Erceg Inks LOI

Cal baseball adds to an already-stocked 2013 signing class this week with the inking of two-way star Lucas Erceg out of Campbell (Calif.) Westmont.

At 6:30 a.m. on Thursday morning, Campbell (Calif.) Westmont two-way star Lucas Erceg faxed in his letter of intent to the basement of Haas Pavilion. It's been two years since Erceg first knew he wanted to be a member of the California baseball program, and nearly a year of working hard on his academics to get him to that point, and he's not about to stop working.

"It definitely excites me," says the 6-foot-3, 180-pound shortstop/right-handed pitcher. "I've always liked to challenge myself and play older guys, so I know, coming in, as a freshman, I'm going to get to play, so it's going to be a challenge for me, and I'm going to accept that challenge. I'm just going to go right after them."

Erceg came into this academic year with an admittedly poor 2.8 GPA, but finished strong and posted a 3.2 mark as a senior – a mark he's arguably more proud of than his 0.59 ERA.

"I'm not going to lie: I had a 2.7, 2.8. It wasn't really that good. I knew I could do better," says Erceg. "I guess there was a lot of family stuff going on at home, and I could say it distracted me, but I don't want to make excuses. A couple of things that they did to help me out was, they talked to admissions for me, and I also had to change a couple of my classes around in the second semester of this year. As soon as I changed that, I knew that the reality of it was starting to kick in. I had to upgrade my status, academically, and now I'm sitting at a 3.2."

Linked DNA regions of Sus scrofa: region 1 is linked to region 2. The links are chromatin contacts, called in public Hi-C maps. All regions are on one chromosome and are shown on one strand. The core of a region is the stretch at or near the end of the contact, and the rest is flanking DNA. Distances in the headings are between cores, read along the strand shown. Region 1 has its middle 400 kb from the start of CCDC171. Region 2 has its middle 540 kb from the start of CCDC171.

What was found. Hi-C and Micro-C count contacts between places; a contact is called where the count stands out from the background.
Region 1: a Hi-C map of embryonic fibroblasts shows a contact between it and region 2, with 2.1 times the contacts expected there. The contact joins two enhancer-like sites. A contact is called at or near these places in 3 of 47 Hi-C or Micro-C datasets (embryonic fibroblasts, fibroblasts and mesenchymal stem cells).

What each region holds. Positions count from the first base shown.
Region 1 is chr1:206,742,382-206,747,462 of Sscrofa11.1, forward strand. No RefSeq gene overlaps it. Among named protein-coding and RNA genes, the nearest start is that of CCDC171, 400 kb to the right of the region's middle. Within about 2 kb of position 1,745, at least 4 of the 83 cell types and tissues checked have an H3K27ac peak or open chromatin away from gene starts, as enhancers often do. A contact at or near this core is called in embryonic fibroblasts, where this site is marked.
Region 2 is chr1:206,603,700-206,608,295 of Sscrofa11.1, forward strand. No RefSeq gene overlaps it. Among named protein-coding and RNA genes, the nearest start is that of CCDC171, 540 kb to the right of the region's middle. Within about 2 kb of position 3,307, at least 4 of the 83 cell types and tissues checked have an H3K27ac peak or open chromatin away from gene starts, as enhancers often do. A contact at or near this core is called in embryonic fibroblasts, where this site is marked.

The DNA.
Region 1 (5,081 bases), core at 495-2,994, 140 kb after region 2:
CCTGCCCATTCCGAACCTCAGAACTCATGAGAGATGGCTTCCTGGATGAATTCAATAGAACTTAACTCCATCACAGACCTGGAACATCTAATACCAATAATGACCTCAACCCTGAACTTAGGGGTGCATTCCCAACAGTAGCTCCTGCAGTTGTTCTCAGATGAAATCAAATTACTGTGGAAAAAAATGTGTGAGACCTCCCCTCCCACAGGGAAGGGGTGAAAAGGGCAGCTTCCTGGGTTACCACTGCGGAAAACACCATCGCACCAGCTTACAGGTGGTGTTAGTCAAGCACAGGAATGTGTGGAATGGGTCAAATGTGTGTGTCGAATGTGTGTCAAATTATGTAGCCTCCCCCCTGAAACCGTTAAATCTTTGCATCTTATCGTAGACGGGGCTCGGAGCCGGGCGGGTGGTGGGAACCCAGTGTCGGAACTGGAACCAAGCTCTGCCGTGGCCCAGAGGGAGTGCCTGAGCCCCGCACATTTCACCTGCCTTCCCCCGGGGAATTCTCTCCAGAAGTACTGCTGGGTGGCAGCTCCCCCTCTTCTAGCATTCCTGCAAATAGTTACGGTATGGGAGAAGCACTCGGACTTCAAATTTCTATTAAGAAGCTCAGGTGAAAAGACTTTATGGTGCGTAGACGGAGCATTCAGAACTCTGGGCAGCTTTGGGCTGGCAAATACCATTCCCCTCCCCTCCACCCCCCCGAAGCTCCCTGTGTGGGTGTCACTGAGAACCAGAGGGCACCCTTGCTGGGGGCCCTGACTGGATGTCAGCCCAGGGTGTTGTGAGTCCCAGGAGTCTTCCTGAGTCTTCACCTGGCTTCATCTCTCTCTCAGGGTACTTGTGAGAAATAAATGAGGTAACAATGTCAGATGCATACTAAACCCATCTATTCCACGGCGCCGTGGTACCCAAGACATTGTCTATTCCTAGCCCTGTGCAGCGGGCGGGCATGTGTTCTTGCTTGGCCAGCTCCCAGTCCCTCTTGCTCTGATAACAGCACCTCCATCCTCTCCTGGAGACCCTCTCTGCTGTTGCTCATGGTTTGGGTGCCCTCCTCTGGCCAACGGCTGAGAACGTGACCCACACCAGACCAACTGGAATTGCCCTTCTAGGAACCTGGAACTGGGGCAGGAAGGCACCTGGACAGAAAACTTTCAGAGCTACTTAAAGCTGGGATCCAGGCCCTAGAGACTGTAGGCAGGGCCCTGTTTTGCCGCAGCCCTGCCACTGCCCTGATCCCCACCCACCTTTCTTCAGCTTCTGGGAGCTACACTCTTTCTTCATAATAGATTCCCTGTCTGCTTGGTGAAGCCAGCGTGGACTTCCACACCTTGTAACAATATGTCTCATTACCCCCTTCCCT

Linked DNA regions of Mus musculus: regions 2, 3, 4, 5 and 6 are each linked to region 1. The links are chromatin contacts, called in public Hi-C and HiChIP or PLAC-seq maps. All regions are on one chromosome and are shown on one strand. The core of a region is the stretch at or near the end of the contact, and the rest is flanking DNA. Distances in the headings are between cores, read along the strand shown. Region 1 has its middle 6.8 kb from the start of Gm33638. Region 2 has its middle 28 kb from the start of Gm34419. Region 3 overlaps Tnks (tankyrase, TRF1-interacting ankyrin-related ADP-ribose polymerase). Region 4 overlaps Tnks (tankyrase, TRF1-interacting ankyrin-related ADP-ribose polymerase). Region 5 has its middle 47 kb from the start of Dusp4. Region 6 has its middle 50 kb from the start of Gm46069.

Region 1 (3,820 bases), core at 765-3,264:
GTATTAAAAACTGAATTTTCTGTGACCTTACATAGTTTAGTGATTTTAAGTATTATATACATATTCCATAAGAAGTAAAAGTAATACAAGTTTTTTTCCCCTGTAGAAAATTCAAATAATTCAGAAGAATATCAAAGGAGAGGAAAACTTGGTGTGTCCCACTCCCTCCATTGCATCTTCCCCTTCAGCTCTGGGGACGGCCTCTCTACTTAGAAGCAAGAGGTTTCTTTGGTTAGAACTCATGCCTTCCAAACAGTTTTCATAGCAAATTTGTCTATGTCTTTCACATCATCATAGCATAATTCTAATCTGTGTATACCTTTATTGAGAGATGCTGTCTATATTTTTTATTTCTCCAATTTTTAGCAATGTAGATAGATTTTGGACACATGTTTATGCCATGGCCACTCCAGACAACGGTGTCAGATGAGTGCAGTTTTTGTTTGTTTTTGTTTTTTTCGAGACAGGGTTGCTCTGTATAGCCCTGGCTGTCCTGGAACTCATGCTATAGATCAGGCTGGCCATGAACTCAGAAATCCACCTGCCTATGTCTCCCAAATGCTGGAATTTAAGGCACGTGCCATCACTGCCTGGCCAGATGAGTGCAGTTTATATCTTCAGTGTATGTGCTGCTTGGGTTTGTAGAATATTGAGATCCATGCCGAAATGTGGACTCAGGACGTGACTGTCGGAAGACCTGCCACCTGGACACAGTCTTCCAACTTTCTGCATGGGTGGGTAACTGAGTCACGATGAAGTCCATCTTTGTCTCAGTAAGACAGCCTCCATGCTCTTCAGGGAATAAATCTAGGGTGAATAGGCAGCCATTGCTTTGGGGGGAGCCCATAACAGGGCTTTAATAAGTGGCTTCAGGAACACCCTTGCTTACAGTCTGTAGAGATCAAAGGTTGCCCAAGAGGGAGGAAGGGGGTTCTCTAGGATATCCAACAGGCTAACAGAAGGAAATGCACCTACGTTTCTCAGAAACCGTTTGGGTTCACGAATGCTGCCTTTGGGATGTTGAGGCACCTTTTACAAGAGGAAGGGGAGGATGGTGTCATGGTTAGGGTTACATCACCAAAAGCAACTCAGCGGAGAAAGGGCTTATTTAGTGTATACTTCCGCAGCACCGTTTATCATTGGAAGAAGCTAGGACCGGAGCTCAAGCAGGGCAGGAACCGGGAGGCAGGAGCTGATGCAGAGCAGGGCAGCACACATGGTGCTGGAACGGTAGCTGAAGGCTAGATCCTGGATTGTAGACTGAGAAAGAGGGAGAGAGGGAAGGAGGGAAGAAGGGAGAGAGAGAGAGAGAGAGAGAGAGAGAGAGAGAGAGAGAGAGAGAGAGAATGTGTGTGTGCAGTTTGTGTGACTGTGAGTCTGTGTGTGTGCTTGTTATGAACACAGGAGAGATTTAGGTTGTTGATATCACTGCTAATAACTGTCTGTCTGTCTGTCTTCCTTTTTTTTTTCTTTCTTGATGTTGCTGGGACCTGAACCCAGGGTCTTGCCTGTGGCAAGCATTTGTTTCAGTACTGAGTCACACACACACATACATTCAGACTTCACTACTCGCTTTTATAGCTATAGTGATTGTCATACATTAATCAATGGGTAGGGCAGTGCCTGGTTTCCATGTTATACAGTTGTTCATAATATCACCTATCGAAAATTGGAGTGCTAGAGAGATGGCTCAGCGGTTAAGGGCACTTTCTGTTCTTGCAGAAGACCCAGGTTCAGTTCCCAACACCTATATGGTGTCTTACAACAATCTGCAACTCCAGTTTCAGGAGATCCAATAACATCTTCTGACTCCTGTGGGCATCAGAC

His grades were a primary reason why the only program to come with a full offer other than the Bears was Utah, though he "talked with Stanford for a while," and had interest from Arizona, Long Beach State, Arizona State, UCLA, UC Davis, Santa Clara and San Jose State.

Erceg committed to the Bears before his senior season, but was unable to sign until all of his final numbers were in, including a 1520 SAT and a 22 on the ACT, not to mention his senior-year .437 batting average, .523 on-base percentage and eight stolen bases.

The primary reason Erceg committed to Cal was pitching coach Mike Neu, the former Miami closer and Oakland Athletics reliever, who just finished his second season as the Bears pitching coach.

"The moment I wanted to be a Bear was pretty much the first time I talked to Mike Neu," says Erceg. "I've actually known him for a while. I used to play on one of his travel ball teams. He was my coach then, and I liked the way he coached, and when he told me he was going to be a pitching coach at Cal, I was like, ‘Wow, that's a good program to start off with.'"

That relationship was key for Erceg, who will compete for innings right away as a true freshman, with recruiting classmates Trevin Haseltine, Daulton Jefferies and Alex Martinez, along with Andrew Buckley and Alex Schick.

"The experience I know Mike Neu has, as a pitching coach, he could really help me out. When he told me he was going to be an assistant coach there, it brought me into the program," says Erceg, who posted a 9-3 record in 15 appearances, including 14 starts, with six complete games in a total of 83.2 innings of work -- nearly 20 more than 6-foot-7 righty Ryan Mason worked in his final season at Auburn (Calif.) Placer, before taking over the Friday-night role as a true freshman in 2013.